200 back world record holder Missy Franklin is an obvious frontrunner in this race, though she’s slipped since her dominating performances at the 2012 Olympic Games and the 2013 World Championships. Despite her stumbles in long course, Franklin was still able to put up a 2:06.34 in Kazan, and looks to be the favorite going into Omaha.
Franklin put some doubts to bed with a stellar swim at the Arena Pro Swim Series stop in Minneapolis this past November. Her 2:07.24 was the 2nd-fastest swim in the world this season (September 1 to current), and still ranks #6 in the world right now. She’s also the fastest American this season by almost a full second.
2012 Olympic bronze medalist Elizabeth Beisel has been quiet in this event since London, focusing more on the 400 IM than the 200 back. Beisel hit a best time of 2:06.18 at those Olympics, but hasn’t been close to that in the last couple years. Her 2:09.54 from the World Championships last summer was well off of form, and while a time like that should pretty easily secure her a spot in the final at Trials, it’s definitely not going to be enough to get her an Olympic spot in this event.
A new player has arrived to the 200 back game: Maya Dirado. A versatile and incredibly talented force, Dirado has only recently picked up this event in long course. Dirado has hit 2:08 four times since this fall, her fastest a 2:08.19 in January at the Austin stop of the Arena Pro Swim Series. That time ranks her 10th in the world this year, and we haven’t seen a fully tapered, summer championship swim in this event from her since she went 2:11.14 at the 2011 US Summer Nationals. Dirado has quickly emerged as the favorite to take the other Olympic spot in this event behind, or ahead, of Missy.
Kathleen Baker and Claire Adams are two age group stars who have recently made successful ventures onto the international stage. Both are stronger in the 100 back, and Baker was able to make the final in the 100 back at the 2015 World Championships. Meanwhile, Adams notched a new World Junior record in the 100 back for her part. Baker’s been 2:09.36 (from the Austin Pro Swim Series meet in January) and Adams 2:09.44. Baker, though, swam that time at a mid-season meet, while Adams did her time at World Juniors.
Youth was a significant factor at the 2012 Trials in this event. In the 200 back final four years ago, seven of the eight finalists were under the age of 20, with Kylie Stewart being the youngest at 16. Heading into trials, there is a sizable contingent of teenagers who have great shots at making the final. 18-year-old Kaitlin Harty, who is heading to the University of Texas next fall, hit a 2:10.23 at the Mesa stop of the Pro Swim Series. A slew of current 15-year-olds will be in contention this summer– Grace Ariola, Lucie Nordmann, and Rhyan White have each hit times of 2:12 or better in the past year when they were 15 years old. Erin Voss and Erin Earley are both 17– both have been 2:10 in the past year, and Voss just notched a personal best at the Charlotte stop of the Arena Pro Swim Series in the middle of a training cycle.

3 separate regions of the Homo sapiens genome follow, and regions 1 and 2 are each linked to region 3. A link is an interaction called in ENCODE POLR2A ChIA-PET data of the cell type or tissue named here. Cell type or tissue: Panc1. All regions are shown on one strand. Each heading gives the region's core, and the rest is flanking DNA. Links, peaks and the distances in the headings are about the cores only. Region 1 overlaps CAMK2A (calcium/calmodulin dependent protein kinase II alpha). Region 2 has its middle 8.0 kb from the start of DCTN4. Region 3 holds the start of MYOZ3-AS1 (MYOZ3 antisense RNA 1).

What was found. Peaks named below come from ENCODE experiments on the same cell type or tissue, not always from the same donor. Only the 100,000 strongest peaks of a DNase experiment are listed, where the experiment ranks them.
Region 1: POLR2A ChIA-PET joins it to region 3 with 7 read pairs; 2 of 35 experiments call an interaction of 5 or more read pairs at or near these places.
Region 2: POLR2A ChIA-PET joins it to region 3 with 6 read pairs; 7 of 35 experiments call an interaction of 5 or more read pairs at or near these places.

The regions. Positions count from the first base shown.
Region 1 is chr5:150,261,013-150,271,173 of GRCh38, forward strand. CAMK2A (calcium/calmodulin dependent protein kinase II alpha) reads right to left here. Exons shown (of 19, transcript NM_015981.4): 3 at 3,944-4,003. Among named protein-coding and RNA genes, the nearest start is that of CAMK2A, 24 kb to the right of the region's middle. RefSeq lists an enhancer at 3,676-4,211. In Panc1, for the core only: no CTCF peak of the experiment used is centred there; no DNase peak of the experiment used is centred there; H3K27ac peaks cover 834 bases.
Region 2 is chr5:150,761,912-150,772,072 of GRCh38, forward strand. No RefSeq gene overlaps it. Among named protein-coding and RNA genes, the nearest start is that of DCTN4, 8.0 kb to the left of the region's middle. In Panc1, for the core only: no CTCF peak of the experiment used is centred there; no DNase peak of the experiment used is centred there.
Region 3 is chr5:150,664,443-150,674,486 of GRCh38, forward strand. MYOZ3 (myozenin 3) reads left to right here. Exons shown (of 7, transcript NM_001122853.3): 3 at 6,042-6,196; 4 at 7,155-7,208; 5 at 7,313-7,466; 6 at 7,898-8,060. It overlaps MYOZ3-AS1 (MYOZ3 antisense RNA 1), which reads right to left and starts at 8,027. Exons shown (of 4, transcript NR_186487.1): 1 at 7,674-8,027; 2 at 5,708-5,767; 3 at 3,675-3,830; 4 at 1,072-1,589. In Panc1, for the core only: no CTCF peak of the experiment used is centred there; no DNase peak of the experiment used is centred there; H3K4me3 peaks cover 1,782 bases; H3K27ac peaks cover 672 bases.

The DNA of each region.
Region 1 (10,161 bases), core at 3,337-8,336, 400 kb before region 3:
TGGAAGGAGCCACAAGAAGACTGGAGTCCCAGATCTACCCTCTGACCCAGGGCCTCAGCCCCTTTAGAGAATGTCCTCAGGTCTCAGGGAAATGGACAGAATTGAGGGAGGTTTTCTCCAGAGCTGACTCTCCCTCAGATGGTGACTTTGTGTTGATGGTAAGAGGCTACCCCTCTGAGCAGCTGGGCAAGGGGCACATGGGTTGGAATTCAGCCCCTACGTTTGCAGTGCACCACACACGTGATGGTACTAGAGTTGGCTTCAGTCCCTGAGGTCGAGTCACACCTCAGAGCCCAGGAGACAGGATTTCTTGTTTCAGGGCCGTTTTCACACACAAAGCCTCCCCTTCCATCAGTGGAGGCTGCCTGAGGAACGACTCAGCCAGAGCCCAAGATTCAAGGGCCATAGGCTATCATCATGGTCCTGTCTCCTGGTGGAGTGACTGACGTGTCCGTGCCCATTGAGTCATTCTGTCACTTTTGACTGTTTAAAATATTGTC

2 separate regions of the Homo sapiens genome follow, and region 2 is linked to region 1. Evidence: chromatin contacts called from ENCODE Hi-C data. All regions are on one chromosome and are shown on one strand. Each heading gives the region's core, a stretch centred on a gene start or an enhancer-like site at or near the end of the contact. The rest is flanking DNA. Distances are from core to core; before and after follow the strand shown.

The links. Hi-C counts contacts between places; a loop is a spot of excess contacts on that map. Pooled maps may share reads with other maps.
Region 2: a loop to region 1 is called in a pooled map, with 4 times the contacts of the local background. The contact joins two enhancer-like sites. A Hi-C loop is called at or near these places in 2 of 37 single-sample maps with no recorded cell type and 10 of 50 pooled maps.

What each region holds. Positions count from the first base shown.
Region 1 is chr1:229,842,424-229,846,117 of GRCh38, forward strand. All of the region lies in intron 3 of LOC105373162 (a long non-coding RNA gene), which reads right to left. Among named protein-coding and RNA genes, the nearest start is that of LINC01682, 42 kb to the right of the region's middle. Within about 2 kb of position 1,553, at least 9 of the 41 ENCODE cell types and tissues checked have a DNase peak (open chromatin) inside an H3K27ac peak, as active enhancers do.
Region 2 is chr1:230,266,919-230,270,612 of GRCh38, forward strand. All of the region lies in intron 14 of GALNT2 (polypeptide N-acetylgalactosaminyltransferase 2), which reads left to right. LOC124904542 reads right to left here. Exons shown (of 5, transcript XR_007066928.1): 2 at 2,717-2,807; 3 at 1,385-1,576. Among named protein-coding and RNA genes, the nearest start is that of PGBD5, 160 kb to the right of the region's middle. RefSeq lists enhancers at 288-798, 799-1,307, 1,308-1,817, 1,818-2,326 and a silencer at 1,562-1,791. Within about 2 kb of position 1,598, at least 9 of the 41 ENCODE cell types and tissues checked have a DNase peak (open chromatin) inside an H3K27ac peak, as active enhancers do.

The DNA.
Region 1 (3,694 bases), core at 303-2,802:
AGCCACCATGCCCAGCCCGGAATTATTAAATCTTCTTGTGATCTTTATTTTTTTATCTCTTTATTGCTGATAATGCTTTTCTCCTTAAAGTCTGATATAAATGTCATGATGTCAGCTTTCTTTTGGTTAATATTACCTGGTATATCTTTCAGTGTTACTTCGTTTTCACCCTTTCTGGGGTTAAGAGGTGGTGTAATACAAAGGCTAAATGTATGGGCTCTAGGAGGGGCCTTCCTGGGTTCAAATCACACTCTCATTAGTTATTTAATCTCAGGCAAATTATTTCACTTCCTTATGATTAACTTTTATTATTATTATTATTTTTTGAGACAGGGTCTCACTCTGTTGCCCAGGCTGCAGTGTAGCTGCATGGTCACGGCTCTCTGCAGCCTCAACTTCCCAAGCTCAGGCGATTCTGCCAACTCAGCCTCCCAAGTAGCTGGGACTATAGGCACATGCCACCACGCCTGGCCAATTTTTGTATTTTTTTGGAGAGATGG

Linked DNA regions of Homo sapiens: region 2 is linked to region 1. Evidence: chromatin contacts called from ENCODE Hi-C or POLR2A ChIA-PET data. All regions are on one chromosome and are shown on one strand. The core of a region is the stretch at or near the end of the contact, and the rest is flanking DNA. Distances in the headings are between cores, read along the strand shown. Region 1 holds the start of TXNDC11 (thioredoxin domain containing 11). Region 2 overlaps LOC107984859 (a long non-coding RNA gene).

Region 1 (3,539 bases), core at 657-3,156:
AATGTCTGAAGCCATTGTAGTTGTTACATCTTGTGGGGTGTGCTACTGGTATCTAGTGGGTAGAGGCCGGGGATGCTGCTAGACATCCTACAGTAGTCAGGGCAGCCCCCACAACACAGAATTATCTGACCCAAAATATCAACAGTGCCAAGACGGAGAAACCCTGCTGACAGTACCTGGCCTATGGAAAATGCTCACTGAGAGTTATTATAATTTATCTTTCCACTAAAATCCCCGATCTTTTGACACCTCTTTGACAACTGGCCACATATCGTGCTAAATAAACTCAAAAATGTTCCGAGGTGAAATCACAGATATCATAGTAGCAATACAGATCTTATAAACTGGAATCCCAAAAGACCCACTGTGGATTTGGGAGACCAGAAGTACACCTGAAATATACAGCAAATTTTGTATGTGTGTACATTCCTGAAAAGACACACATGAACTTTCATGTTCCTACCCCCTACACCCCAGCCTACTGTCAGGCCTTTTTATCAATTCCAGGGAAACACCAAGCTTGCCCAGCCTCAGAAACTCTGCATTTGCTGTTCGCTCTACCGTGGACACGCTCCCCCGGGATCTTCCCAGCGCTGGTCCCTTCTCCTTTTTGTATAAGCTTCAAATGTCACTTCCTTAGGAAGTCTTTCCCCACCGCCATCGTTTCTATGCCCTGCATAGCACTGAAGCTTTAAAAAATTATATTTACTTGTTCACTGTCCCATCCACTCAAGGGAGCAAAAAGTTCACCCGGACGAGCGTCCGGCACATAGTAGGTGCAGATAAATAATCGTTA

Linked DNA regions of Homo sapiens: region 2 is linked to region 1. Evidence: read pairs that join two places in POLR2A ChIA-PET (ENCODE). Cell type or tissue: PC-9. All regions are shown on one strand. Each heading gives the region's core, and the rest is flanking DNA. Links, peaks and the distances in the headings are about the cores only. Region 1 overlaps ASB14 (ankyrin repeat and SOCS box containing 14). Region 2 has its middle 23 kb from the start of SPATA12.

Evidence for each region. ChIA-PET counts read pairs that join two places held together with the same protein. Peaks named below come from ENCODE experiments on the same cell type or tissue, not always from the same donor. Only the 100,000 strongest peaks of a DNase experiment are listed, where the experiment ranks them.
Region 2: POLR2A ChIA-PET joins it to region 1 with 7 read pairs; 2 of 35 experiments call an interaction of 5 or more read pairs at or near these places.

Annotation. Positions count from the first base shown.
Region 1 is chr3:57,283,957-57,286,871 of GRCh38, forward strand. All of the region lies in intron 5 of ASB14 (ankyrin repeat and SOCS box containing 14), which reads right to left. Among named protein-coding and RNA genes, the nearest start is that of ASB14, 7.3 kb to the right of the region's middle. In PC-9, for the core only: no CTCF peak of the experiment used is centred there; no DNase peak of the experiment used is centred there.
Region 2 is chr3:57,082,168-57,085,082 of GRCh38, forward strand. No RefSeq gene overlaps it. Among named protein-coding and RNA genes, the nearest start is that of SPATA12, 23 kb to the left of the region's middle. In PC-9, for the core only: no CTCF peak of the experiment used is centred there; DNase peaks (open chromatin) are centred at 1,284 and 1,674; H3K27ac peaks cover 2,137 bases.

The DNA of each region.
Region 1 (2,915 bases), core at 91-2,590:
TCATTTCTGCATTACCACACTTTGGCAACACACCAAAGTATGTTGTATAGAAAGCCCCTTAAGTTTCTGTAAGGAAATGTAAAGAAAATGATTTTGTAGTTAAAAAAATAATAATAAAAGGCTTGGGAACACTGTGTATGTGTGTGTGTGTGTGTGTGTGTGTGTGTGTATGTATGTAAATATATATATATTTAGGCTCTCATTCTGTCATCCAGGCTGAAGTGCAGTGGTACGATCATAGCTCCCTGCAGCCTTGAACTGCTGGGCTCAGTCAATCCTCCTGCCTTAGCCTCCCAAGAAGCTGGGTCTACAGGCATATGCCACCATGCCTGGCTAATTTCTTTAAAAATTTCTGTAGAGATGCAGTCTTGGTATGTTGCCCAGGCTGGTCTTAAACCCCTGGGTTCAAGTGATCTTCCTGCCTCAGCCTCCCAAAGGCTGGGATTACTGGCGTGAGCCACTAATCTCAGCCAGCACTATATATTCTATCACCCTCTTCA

We can go even younger– 14 year old Alex Walsh has been on a tear of late, including taking down NAG records for the 13-14 age group in the 100 back and 200 IM, previously held by Baker and Franklin, respectively. She went 2:12.38 at the Arena Pro Swim Series stop in Austin and 2:12.32 at the stop in Charlotte, but has a best time of 2:10.55 from last summer. Meanwhile, Regan Smith was 2:13.72 at the Minneapolis Pro Swim Series stop last November, but hasn’t swum the event yet in 2016. Smith only recently turned 14, and she and Walsh are among the youngest overall Olympic Trials qualifiers in the nation.
Some NCAA stars will try to make their way into the top 8, too. Lisa Bratton dipped under 2:10 for the first time last summer with a 2:09.31, and had a strong NCAA season this year. Elizabeth Pelton, who is the American record holder in this event in yards, hasn’t been under 2:10 since 2014, and hasn’t been anywhere near her personal best of 2:06.29 from 2013. Clara Smiddy, too, hasn’t lived up to her 2:10.69 since she swam that time in 2013, though she put up two 2:11’s at the Charlotte stop of the Arena Pro Swim Series. The 2016 200 back NCAA champ, Danielle Galyer, swam a 2:09.75 last summer. Bratton and Galyer have been hitting their bests recently, but Pelton is the only one that has been fast enough to try to challenge for an Olympic spot here. The question is whether or not she can get back to form– her mid-NCAA season 2:11.03 from January is somewhat promising, and she looks to be capable of at least getting under 2:10 in Omaha.
In 2012, a 2:12.37 made the final in Omaha. This year, more than 20 female backstrokers have been under that time going into Trials. It will be an incredibly competitive event through prelims, semis, and finals.
TOP 8 PREDICTIONS
|Swimmer||Best Time (since 2012)||Predicted Time in Omaha|
Dark Horse: Carmel Swim Club’s chances in the Olympic trials final don’t end with Claire Adams. Amy Bilquist swam a lifetime best of 2:13.22 at the Crippen Swim Meet of Champions, but swam a pretty incredible 1:49.90 in the 200y back at the Pac 12 Champs in February. She is definitely a swimmer capable of translating her SCY power to long course, and after such a strong NCAA season in the backstroke, Bilquist is one to watch for.